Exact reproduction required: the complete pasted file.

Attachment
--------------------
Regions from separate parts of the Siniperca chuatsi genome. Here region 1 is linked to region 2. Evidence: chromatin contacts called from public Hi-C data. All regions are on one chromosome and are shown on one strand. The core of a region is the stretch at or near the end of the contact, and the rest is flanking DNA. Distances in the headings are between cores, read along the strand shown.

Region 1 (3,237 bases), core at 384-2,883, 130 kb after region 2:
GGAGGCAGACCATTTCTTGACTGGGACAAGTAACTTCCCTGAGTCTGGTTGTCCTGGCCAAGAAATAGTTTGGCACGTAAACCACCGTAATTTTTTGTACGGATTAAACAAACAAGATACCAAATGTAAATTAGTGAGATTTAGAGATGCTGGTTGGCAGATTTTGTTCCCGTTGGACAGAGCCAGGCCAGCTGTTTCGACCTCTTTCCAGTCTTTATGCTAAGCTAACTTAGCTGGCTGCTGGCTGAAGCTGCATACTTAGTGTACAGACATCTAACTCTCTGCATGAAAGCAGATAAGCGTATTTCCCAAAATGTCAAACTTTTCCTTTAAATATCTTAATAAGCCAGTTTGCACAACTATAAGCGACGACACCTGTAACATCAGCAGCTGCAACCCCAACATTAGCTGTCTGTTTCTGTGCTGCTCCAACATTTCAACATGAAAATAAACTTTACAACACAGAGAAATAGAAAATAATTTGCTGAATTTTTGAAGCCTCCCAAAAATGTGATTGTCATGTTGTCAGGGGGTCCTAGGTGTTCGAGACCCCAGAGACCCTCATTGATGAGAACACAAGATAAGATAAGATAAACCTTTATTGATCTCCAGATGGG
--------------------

Regions from separate parts of the Siniperca chuatsi genome. Here region 1 is linked to region 2. Evidence: chromatin contacts called from public Hi-C data. All regions are on one chromosome and are shown on one strand. The core of a region is the stretch at or near the end of the contact, and the rest is flanking DNA. Distances in the headings are between cores, read along the strand shown.

Region 1 (3,237 bases), core at 384-2,883, 130 kb after region 2:
GGAGGCAGACCATTTCTTGACTGGGACAAGTAACTTCCCTGAGTCTGGTTGTCCTGGCCAAGAAATAGTTTGGCACGTAAACCACCGTAATTTTTTGTACGGATTAAACAAACAAGATACCAAATGTAAATTAGTGAGATTTAGAGATGCTGGTTGGCAGATTTTGTTCCCGTTGGACAGAGCCAGGCCAGCTGTTTCGACCTCTTTCCAGTCTTTATGCTAAGCTAACTTAGCTGGCTGCTGGCTGAAGCTGCATACTTAGTGTACAGACATCTAACTCTCTGCATGAAAGCAGATAAGCGTATTTCCCAAAATGTCAAACTTTTCCTTTAAATATCTTAATAAGCCAGTTTGCACAACTATAAGCGACGACACCTGTAACATCAGCAGCTGCAACCCCAACATTAGCTGTCTGTTTCTGTGCTGCTCCAACATTTCAACATGAAAATAAACTTTACAACACAGAGAAATAGAAAATAATTTGCTGAATTTTTGAAGCCTCCCAAAAATGTGATTGTCATGTTGTCAGGGGGTCCTAGGTGTTCGAGACCCCAGAGACCCTCATTGATGAGAACACAAGATAAGATAAGATAAACCTTTATTGATCTCCAGATGGG